MCAS BEAUFORT, S.C. --
Halloween is traditionally a time for goblins and ghouls, and trick-or-treating is the typical thing-to-do on Oct. 31. But, for those who do not celebrate this time of year with vampire and Frankenstein costumes, the Air Station offers an alternative for the children.
Fightertown will be holding its 3rd Annual Fall Festival Wednesday from 5 to 8 p.m. in the Chapel’s parking lot as a substitute to the conventional trick-or-treating.
The festival will be free to all service members, Civilian Marines and their families.
“This night will be for those looking for something to do on a weeknight who do not trick-or-treat,” said Beth Huston, the festival coordinator for the Air Station. “Halloween is not celebrated by everyone and for those who do not celebrate it, this festival is held so they do not feel left out.”
The festival will have all kinds of free food, such as hamburgers, hot dogs, popcorn, cotton candy and candy apples, and games for everyone. Children will be able to win prizes at any of the festival’s games.
Tux the Clown, a local entertainer, will also be there, Huston said.
“(Tux) loves to come out and support anything that is going on in the community, especially the military community, so we will be really appreciative that he will be coming,” Huston said. “He will also be coming with volunteers who will be at the festival for face-painting.”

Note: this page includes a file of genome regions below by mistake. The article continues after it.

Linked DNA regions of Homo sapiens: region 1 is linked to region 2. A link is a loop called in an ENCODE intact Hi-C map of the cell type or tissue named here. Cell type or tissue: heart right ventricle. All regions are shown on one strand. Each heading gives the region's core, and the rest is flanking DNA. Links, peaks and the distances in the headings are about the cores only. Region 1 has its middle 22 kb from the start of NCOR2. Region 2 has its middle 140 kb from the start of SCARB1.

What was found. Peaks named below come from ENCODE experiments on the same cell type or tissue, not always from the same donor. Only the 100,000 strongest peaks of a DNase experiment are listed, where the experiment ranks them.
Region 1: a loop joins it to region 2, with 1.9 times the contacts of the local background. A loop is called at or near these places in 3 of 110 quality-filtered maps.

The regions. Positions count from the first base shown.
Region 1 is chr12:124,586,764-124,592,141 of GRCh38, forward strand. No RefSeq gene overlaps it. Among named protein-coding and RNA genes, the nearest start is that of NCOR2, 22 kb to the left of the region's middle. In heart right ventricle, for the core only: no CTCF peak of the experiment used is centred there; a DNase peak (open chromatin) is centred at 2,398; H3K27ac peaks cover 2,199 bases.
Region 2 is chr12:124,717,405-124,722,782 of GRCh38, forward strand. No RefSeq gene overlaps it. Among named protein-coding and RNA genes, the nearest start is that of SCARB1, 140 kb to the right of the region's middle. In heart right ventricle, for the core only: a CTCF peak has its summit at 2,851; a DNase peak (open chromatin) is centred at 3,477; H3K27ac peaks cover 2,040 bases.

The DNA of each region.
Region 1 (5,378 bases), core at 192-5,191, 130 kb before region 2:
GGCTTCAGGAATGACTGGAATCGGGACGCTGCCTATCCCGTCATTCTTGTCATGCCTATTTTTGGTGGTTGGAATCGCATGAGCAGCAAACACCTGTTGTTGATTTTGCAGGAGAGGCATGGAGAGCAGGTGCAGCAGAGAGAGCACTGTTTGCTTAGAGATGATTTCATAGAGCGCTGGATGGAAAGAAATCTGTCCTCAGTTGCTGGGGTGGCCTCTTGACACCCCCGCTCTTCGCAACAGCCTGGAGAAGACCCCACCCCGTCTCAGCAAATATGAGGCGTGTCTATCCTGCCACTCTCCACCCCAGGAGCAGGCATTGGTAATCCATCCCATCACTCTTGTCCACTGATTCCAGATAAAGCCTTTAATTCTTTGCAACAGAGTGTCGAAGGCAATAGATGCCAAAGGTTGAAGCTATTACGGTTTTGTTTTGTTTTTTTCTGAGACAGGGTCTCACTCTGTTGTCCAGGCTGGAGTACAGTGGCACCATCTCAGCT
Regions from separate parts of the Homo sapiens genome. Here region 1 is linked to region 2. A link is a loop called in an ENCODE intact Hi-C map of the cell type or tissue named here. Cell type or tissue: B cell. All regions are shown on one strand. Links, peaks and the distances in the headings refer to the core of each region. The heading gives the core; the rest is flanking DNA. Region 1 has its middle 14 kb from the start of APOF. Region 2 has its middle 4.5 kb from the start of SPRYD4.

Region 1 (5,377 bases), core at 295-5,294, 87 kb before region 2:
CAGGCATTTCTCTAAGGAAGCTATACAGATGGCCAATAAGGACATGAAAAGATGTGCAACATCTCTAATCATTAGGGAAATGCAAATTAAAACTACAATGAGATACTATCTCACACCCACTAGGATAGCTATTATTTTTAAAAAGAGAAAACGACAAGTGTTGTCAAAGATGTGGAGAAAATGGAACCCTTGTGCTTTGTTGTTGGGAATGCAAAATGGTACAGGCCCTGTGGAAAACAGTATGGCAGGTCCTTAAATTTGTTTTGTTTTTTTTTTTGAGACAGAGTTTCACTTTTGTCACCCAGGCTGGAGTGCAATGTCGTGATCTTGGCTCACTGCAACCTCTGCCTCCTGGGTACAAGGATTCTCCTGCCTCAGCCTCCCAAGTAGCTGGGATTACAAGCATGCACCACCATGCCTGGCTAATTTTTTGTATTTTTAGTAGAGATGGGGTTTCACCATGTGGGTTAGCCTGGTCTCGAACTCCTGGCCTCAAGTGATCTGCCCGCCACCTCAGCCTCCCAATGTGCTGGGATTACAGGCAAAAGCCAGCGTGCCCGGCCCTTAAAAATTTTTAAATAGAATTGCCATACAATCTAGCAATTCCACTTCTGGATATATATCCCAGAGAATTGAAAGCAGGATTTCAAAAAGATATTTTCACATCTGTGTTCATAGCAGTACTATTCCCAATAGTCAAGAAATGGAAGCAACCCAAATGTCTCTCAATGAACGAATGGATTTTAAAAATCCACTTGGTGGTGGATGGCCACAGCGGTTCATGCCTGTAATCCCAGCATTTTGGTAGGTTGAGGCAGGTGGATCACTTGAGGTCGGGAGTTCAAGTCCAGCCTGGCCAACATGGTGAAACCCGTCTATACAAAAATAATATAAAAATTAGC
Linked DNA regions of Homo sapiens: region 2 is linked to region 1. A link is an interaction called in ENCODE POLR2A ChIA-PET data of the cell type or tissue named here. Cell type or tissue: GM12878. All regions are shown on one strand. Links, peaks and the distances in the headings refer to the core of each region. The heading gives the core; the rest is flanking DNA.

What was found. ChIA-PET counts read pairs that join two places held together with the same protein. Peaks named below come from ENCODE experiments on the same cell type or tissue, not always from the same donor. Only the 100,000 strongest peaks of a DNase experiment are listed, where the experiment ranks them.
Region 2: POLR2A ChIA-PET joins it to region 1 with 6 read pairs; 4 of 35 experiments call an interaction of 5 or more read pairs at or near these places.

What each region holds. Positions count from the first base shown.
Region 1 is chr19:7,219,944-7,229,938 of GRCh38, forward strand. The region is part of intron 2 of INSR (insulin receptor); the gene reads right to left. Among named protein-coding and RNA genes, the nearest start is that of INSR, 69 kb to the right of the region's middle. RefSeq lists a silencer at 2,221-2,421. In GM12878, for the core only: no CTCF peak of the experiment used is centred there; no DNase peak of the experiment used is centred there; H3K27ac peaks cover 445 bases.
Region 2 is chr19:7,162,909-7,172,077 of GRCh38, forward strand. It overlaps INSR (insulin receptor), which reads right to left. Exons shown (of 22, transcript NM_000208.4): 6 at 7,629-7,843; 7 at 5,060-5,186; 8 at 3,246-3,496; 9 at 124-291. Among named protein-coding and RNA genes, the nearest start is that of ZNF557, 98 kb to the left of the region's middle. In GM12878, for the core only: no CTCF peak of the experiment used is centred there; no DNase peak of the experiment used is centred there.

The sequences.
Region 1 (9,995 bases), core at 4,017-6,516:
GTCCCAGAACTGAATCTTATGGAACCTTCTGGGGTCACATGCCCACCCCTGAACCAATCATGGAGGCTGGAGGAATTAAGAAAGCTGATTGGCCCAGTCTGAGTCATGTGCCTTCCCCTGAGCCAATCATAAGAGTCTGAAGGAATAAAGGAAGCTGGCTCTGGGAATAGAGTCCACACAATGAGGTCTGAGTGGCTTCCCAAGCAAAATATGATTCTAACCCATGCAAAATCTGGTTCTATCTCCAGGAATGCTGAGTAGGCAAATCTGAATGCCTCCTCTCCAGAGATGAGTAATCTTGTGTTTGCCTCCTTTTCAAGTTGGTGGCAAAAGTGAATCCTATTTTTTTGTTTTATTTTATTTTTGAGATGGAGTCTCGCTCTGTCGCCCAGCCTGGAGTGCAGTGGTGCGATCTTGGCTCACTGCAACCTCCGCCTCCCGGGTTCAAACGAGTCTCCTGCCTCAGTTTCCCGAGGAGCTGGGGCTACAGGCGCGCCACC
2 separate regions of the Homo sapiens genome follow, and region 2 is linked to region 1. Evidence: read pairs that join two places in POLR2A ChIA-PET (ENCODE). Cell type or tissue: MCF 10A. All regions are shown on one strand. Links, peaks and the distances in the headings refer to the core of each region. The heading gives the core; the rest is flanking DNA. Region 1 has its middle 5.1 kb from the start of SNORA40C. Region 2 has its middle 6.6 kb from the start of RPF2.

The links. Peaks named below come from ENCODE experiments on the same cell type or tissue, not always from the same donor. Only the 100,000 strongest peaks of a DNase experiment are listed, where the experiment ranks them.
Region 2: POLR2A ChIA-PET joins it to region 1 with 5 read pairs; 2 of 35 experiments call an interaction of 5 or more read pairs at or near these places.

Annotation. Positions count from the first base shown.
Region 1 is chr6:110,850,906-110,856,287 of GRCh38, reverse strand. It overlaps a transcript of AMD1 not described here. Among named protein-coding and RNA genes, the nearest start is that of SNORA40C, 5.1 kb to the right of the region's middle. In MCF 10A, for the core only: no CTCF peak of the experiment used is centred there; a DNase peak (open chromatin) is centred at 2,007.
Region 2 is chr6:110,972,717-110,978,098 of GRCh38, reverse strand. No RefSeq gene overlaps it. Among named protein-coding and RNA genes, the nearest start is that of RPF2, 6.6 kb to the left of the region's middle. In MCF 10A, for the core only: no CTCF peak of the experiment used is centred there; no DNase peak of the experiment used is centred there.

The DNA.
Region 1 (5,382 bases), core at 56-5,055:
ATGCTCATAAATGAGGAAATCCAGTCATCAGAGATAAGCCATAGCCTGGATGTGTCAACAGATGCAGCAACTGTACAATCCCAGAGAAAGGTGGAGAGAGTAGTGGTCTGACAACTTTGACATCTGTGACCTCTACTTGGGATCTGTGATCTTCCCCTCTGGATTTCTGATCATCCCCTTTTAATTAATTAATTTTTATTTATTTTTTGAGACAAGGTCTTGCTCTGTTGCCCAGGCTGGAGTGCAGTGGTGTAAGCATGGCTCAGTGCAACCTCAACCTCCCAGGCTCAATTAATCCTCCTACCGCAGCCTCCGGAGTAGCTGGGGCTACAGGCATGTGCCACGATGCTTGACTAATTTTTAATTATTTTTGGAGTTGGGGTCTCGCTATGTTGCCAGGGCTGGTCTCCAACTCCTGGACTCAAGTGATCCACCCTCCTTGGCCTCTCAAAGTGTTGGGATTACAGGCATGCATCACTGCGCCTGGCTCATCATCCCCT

In her first year as the festival coordinator, Huston said the festival drew a crowd of around 500 people, and she is hoping this year for either the same amount of people or more.
“This will be a time for people to come together because this festival will represent unity between the military and civilians,” said Willa Fields, the Protestant director of religious education at the Chapel.
A big sponsor of the festival will be the Marine Corps Air Station Credit Union, along with Marine Corps Family Team Building at the Air Station.
The Provost Marshals Office, Marines with the Marine Wing Support Squadron 273 and Catholic and Protestant members of the Chapel have been volunteering for the festival, Fields said.
“I am looking for the festival to have a great turnout,” Huston said. “We are advertising the festival much earlier this year than we did last year, so we are expecting lots of people to come out and have a nice time.”